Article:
Michael began swimming at the age of seven, partly because of the influence of his sisters and partly to provide him with an outlet for his energy. By the age of 10, he held a national record for his age group, and Phelps began to train at the North Baltimore Aquatic Club under coach Bob Bowman. More age group records followed, and Phelps’ rapid improvement culminated in his qualifying for the 2000 Summer Olympics at the age of 15 and becoming the youngest male to make a U.S. Olympic swim team in 68 years.
At the World Championship Trials for the 2001 World Aquatics Championships, on 22 July, Phelps broke the world record in the 200 m butterfly to become, at 15 years and 9 months, the youngest man ever to set a swimming world record, breaking the record previously held by Ian Thorpe when he lowered the 400 m freestyle world record at 16 years, 10 months.
Phelps holds the record for the most gold medals won in a single Olympics; his eight at the 2008 Beijing Games surpassed American swimmer Mark Spitz’s seven-gold performance at Munich in 1972. Phelps also holds the all-time record for most gold Olympic medals, at 14.
Phelps’s international titles and record breaking performances have earned him the World Swimmer of the Year Award six times and American Swimmer of the Year Award eight times. He has won a total of sixty-six medals in major international competition, fifty-four gold, nine silver, and three bronze spanning the Olympics, the World, and the Pan Pacific Championships. His unprecedented Olympic success in 2008 earned Phelps Sports Illustrated magazine’s Sportsman of the Year award.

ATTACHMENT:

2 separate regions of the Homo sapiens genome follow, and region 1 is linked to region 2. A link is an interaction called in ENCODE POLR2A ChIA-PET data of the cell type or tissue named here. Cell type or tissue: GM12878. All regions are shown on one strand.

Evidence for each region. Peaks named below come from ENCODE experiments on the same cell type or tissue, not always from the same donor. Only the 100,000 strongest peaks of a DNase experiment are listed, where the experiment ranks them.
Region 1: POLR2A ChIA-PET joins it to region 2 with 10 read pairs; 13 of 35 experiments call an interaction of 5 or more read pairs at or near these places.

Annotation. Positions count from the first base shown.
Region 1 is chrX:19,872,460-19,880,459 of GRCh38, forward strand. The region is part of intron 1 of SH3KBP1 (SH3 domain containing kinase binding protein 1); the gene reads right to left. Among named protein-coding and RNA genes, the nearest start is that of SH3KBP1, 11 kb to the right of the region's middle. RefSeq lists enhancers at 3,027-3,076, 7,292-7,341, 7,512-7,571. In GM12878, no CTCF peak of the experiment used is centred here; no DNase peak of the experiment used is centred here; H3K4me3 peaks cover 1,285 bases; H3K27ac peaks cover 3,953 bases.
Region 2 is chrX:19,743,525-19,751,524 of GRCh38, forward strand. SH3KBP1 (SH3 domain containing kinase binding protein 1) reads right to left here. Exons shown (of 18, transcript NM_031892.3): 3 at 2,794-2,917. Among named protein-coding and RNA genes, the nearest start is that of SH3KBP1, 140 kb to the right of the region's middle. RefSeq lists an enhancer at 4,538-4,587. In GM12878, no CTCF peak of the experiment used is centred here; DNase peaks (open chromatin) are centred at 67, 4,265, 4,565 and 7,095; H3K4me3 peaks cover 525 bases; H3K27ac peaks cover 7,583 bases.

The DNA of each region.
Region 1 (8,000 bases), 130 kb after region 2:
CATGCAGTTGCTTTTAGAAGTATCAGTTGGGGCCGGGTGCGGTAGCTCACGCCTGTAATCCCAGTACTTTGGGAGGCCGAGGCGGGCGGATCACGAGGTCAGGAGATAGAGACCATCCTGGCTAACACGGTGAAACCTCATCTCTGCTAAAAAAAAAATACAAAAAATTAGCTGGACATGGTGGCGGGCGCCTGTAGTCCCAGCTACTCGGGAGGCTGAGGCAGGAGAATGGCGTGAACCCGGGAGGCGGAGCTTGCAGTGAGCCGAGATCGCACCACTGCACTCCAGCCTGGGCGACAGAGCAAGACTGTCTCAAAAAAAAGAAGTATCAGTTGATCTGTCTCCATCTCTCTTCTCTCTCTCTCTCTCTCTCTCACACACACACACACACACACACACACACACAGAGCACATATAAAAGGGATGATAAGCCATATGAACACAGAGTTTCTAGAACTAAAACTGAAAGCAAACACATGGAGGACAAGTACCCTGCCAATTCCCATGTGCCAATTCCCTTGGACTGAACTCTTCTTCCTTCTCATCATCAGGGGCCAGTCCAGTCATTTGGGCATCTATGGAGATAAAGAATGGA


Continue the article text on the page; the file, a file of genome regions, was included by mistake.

After the 2008 Summer Olympics, Phelps used his $1 million Speedo bonus to set up the Michael Phelps Foundation, which focuses on growing the sport of swimming and promoting healthier lifestyles.
In 2010 the Michael Phelps Foundation, the Michael Phelps Swim School and KidsHealth.Org developed and nationally piloted the IM program for Boys & Girls Club members. The im program teaches children the importance of being active and healthy, with a focus on the sport of swimming.
A street in his hometown of Baltimore was re-named The Michael Phelps Way in 2004.
On April 9, 2009 Phelps was invited to appear before the Maryland House of Delegates and the Maryland Senate, to be honored for his Olympic accomplishments.
Phelps has said he will compete at the 2012 Summer Olympics but it would likely be his last Olympics.
Michael’s considerable sporting experience, combined with his pleasing manner, informed approach and articulate delivery, make him a natural choice for personal appearances, motivational and after dinner speaking, as well as corporate days and promotions.